2021 at a Glance
In a year wrought with escalating crises and new conflicts flaring up around the globe, donor support was crucial in helping to protect 89.3 million people who were forcibly displaced by the end of 2021 as a result of persecution, conflict and human rights violations. Among those displaced were 27.1 million refugees who were forced to flee conflict-affected countries such as Afghanistan, Ethiopia and Myanmar. Every year, our donors make the lifesaving decision to meet these difficult challenges by supporting families at their greatest moment of need. Their compassion fosters the safety, security and hope for the future that every refugee deserves.
USA FOR UNHCR: A Great Place to Work
In July 2021, USA for UNHCR was recognized as a Great Place to Work® for its strong workplace culture, approachable management and consistent positive experiences of employees. In a survey, 96 percent of USA for UNHCR employees said the organization is a great place to work – nearly 40 percent above the average U.S. company. USA for UNHCR employees feel a great sense of pride about the work they do on behalf of refugees.
The Great Place to Work Recognition is the global authority on workplace culture, employee experience and leadership behaviors based on data compiled from more than 100 million employee engagement surveys around the globe.
Our multi-year strategic framework focuses on five goals that are charting the course of USA for UNHCR’s work in today’s complex global environment:
- Inspire interest, empathy and action for refugee rights and issues through compelling content and multi-audience engagement.
- Elevate results by investing in exceptional programs that catalyze change and make a difference in the lives of refugees.
- Enable organizational excellence, sustained growth and a best-in-class donor experience through data analytics, technology and funding.
- Bring together high-quality talent and expertise to facilitate novel approaches and lead new ways of thinking to tackle critical refugee issues.
- Cultivate the “connective tissue” between private sector opportunities in the refugee market and key partners.
Jamil ur Rehman, a disabled second-generation Afghan refugee, visits 16-year-old Gul Bibi, who was able to continue her education after he helped her secure a wheelchair. Growing up, Jamil faced several obstacles because of his status as a disabled refugee. Now, he’s dedicating his life to removing the multiple barriers that prevent refugees with disabilities from getting to school in Pakistan.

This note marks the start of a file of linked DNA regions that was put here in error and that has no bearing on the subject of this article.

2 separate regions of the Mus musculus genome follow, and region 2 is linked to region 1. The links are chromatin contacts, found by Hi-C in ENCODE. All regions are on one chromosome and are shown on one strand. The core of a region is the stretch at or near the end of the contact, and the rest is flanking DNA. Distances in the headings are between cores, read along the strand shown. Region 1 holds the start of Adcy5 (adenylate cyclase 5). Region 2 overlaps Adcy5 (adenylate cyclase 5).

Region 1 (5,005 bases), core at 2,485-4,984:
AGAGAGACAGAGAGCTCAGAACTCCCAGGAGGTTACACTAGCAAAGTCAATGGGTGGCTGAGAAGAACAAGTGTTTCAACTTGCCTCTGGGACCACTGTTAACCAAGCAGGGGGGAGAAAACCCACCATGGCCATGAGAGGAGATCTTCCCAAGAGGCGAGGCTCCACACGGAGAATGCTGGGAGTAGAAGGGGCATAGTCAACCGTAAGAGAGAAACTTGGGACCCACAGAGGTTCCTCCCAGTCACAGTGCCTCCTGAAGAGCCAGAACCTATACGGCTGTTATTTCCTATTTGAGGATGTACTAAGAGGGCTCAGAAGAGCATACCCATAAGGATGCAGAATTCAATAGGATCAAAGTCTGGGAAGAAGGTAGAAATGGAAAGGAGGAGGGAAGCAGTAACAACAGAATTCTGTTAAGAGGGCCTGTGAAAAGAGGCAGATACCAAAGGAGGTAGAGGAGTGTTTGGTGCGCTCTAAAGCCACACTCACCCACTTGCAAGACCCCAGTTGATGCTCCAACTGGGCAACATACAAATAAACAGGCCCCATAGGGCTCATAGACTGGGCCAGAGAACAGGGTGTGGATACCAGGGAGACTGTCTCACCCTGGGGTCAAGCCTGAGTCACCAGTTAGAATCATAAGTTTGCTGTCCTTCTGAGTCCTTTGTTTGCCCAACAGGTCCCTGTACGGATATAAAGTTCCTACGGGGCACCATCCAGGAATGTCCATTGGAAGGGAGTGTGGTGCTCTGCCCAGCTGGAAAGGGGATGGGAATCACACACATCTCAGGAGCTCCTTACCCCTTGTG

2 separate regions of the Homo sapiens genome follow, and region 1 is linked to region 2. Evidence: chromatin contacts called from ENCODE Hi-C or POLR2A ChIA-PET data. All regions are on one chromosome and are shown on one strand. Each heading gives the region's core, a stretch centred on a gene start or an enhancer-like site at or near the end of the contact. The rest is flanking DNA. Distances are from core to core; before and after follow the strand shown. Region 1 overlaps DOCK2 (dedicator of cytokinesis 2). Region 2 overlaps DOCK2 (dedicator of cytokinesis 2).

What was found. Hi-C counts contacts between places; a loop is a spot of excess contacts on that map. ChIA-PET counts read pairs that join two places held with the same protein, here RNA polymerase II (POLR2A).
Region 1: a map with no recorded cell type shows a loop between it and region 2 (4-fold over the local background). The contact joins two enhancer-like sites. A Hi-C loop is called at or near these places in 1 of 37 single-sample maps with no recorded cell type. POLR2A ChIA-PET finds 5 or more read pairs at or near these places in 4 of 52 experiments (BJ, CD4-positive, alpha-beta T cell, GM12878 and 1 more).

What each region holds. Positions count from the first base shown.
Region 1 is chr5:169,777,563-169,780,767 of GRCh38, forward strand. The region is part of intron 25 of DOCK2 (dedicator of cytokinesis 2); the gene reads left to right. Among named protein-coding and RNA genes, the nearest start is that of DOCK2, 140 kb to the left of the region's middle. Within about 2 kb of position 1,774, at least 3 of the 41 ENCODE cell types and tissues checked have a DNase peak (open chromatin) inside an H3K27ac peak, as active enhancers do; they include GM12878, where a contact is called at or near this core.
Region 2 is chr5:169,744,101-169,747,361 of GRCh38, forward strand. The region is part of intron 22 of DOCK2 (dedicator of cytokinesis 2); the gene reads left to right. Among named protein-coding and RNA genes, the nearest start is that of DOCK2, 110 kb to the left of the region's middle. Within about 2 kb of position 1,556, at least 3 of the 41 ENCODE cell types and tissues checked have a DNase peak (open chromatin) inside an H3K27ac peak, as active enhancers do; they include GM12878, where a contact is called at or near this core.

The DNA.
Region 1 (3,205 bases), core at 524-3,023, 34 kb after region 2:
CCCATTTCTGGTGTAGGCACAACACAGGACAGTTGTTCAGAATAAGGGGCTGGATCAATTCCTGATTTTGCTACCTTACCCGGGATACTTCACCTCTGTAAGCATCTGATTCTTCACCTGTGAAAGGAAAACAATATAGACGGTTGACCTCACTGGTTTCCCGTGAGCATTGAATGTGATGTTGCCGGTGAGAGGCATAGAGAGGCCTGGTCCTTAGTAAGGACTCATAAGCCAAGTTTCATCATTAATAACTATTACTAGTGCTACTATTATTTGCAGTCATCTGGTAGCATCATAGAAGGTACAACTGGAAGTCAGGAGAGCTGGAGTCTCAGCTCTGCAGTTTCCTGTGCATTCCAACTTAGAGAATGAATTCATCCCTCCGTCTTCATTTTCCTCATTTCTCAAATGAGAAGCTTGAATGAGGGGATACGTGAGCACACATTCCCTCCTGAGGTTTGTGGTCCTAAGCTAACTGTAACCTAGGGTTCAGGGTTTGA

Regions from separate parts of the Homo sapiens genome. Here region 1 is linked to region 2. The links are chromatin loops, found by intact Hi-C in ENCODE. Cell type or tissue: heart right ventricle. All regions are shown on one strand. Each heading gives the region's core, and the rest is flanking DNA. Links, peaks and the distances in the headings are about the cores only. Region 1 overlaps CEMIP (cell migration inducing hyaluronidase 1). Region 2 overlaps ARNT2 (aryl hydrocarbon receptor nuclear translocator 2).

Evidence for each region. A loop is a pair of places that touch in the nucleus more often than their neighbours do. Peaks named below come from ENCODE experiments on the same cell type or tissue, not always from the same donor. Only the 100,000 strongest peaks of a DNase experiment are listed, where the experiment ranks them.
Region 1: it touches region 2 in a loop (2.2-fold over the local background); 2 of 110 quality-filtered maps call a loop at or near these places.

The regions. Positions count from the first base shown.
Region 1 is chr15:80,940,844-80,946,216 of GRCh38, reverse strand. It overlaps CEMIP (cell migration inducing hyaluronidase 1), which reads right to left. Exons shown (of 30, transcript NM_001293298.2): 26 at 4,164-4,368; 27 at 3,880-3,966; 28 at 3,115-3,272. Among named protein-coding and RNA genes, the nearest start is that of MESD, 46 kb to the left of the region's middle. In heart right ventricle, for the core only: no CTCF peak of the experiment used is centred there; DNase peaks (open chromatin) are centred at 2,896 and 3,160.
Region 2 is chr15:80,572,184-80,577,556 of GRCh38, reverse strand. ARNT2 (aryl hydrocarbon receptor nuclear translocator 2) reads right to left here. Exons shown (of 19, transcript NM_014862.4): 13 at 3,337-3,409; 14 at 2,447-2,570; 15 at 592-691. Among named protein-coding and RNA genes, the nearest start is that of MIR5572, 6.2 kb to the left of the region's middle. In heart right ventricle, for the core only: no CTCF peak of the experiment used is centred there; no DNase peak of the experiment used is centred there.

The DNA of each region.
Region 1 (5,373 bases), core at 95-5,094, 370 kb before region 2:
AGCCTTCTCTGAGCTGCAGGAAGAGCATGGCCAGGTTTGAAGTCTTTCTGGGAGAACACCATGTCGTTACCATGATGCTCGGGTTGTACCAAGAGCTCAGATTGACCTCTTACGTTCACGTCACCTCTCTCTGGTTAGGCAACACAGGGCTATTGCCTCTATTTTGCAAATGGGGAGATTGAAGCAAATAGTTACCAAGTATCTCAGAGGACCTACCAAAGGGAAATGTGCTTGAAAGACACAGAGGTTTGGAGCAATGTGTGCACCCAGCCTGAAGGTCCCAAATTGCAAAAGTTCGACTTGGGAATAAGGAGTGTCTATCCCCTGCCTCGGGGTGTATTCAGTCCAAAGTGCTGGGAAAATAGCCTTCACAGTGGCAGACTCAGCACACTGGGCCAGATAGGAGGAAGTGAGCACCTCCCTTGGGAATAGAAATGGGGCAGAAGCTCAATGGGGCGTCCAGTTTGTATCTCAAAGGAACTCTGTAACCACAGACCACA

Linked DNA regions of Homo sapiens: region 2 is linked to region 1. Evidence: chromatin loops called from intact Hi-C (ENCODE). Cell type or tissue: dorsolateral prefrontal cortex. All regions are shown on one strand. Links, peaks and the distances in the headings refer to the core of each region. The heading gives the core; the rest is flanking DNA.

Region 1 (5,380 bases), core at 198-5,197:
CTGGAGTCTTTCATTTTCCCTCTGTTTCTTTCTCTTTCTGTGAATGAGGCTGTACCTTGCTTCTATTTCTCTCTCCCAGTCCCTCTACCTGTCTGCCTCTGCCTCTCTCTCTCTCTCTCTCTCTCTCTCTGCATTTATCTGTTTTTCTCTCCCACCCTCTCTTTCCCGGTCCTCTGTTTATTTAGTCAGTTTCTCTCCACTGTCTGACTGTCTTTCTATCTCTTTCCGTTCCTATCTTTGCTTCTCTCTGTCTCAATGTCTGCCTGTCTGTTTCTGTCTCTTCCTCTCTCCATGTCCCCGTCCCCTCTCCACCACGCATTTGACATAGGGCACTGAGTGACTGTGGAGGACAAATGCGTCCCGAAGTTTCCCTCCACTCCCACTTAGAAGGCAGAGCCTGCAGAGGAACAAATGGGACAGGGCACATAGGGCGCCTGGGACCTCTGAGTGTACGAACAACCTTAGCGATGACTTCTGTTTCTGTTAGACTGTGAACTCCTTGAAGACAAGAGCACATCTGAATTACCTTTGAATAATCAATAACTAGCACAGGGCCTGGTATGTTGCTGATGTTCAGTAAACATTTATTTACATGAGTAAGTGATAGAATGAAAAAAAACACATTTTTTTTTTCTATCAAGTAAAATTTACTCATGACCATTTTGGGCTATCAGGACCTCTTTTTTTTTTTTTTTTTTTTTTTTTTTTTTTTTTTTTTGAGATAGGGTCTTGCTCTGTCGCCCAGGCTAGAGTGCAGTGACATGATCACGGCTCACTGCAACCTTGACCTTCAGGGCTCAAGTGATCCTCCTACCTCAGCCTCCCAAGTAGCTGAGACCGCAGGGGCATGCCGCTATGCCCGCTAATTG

“I don’t want any disabled person to feel that they cannot be happy or self-reliant,” Jamil says of his work. “They can do anything they want.”
Forwdsa Mohamad Dool, a 35-year-old Somalian mother of five holds her child at a nutrition program at Melkadida refugee camp. The program was established by UNHCR and “la Caixa” Foundation to help reduce child mortality by improving the nutrition of children, and supporting pregnant and breastfeeding mothers in refugee camps through counseling.
“It was the first time I heard ‘family planning’. The program helped in reducing malnutrition in our children as well as providing refugee mothers with counseling,” said Forwdsa.
Carolina, a young mother of two, fled from Guatemala after gangs overran her neighborhood. Desperate to protect her children, she used what little money she had to hire someone to help her get to the U.S. When her family crossed the border into Texas, they were detained and sent back to Mexico under Title 42. Policies like Title 42 deny people the right to request asylum.
“I can’t go back to Guatemala. It is unsafe. I want to go to the U.S. to reunify with my family,” Carolina says. “I want to give my kids a better life.”
2021 Financial Report(as of December 31, 2021)
The following is a summary of financial information of the U.S. Association for UNHCR for the year 2021. USA for UNHCR is classified as a tax-exempt organization under section 501(c)(3) of the Internal Revenue Service Code and is qualified for charitable contribution deductions.
All donations to USA for UNHCR are tax deductible to the fullest extent allowed by law. USA for UNHCR Federal Tax Identification Number is 52-1662800.
|Grants and Contributions||$52,887,382||$44,991,525|
Corporation and Foundation Grants
|Interest and Investment Income||$7,386||$45,774|
|Contributions from UNHCR||$10,040,957||$10,776,897|
Management and General
Total Supporting Services
|Other - Debt Forgiveness||$1,082,100|
|Changes in Net Assets||-$4,969,363||$2,131,272|
|Net Assets at Beginning of Year||$16,903,463||$14,772,191|
|Net Assets at End of Year||$11,933,827||$16,903,463|
The complete financial statements for 2021 are available on the USA for UNHCR website. The firm of Gelman, Rosenberg & Freedman is USA for UNHCR’s auditor.
USA for UNHCR is governed by an engaging and cohesive Board of Directors who share a commitment to the goals and objectives of the United Nations High Commissioner for Refugees (UNHCR). With an extensive knowledge base and various expertise our Board provides advice on policy, advocacy, fundraising and programming.
Mark Wallace, Chair
Kelly Blevins, Vice Chair
William Ball, Secretary
Yasmin Causer, Treasurer
Biar K. Atem, Board Member
Latrise Brissett, Board Member
Aishah Hasnie, Board Member *
Rachel Jarosh, Board Member *
Mark Lopes, Board Member *
Laura Lane, Board Member
Matthew Marolda, Board Member
Susan McPherson, Board Member ^
Jane Meseck, Board Member
Eric Sprunk, Board Member *
Virginia Tenpenny, Board Member
Beth Turner, Board Member
Dr. Liberty Vittert, Board Member
Charity Wallace, Board Member *
^ term finished December 31, 2021
* term began January 1, 2022